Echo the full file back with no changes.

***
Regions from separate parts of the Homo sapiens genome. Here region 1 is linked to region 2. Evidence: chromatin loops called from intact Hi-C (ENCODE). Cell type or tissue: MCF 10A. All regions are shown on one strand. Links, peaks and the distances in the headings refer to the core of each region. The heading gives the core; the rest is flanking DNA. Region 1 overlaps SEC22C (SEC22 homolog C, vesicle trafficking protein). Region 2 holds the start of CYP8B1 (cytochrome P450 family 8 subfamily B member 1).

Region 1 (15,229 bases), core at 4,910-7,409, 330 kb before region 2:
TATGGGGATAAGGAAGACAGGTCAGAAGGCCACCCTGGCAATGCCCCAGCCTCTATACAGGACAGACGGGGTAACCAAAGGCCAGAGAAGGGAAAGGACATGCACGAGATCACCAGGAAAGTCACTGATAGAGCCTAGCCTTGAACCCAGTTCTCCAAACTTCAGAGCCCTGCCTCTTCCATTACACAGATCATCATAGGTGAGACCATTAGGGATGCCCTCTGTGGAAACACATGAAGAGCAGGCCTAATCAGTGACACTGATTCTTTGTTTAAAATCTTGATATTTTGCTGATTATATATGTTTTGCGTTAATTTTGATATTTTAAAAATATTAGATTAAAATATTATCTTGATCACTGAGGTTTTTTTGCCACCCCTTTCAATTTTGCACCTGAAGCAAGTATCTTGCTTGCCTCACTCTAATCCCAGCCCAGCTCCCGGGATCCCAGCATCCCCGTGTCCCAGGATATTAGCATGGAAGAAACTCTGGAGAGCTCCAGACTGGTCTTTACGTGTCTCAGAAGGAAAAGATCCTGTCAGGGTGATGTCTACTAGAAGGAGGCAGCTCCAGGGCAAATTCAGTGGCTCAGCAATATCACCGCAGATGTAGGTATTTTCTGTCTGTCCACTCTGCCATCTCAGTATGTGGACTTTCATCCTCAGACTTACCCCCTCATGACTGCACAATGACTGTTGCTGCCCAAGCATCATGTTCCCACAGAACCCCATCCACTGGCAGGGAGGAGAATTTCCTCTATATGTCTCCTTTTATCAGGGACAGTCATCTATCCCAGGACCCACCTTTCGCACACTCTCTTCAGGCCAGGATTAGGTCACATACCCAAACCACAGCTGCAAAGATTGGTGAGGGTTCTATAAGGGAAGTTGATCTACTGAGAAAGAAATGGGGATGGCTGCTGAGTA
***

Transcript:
Regions from separate parts of the Homo sapiens genome. Here region 1 is linked to region 2. Evidence: chromatin loops called from intact Hi-C (ENCODE). Cell type or tissue: MCF 10A. All regions are shown on one strand. Links, peaks and the distances in the headings refer to the core of each region. The heading gives the core; the rest is flanking DNA. Region 1 overlaps SEC22C (SEC22 homolog C, vesicle trafficking protein). Region 2 holds the start of CYP8B1 (cytochrome P450 family 8 subfamily B member 1).

Region 1 (15,229 bases), core at 4,910-7,409, 330 kb before region 2:
TATGGGGATAAGGAAGACAGGTCAGAAGGCCACCCTGGCAATGCCCCAGCCTCTATACAGGACAGACGGGGTAACCAAAGGCCAGAGAAGGGAAAGGACATGCACGAGATCACCAGGAAAGTCACTGATAGAGCCTAGCCTTGAACCCAGTTCTCCAAACTTCAGAGCCCTGCCTCTTCCATTACACAGATCATCATAGGTGAGACCATTAGGGATGCCCTCTGTGGAAACACATGAAGAGCAGGCCTAATCAGTGACACTGATTCTTTGTTTAAAATCTTGATATTTTGCTGATTATATATGTTTTGCGTTAATTTTGATATTTTAAAAATATTAGATTAAAATATTATCTTGATCACTGAGGTTTTTTTGCCACCCCTTTCAATTTTGCACCTGAAGCAAGTATCTTGCTTGCCTCACTCTAATCCCAGCCCAGCTCCCGGGATCCCAGCATCCCCGTGTCCCAGGATATTAGCATGGAAGAAACTCTGGAGAGCTCCAGACTGGTCTTTACGTGTCTCAGAAGGAAAAGATCCTGTCAGGGTGATGTCTACTAGAAGGAGGCAGCTCCAGGGCAAATTCAGTGGCTCAGCAATATCACCGCAGATGTAGGTATTTTCTGTCTGTCCACTCTGCCATCTCAGTATGTGGACTTTCATCCTCAGACTTACCCCCTCATGACTGCACAATGACTGTTGCTGCCCAAGCATCATGTTCCCACAGAACCCCATCCACTGGCAGGGAGGAGAATTTCCTCTATATGTCTCCTTTTATCAGGGACAGTCATCTATCCCAGGACCCACCTTTCGCACACTCTCTTCAGGCCAGGATTAGGTCACATACCCAAACCACAGCTGCAAAGATTGGTGAGGGTTCTATAAGGGAAGTTGATCTACTGAGAAAGAAATGGGGATGGCTGCTGAGTA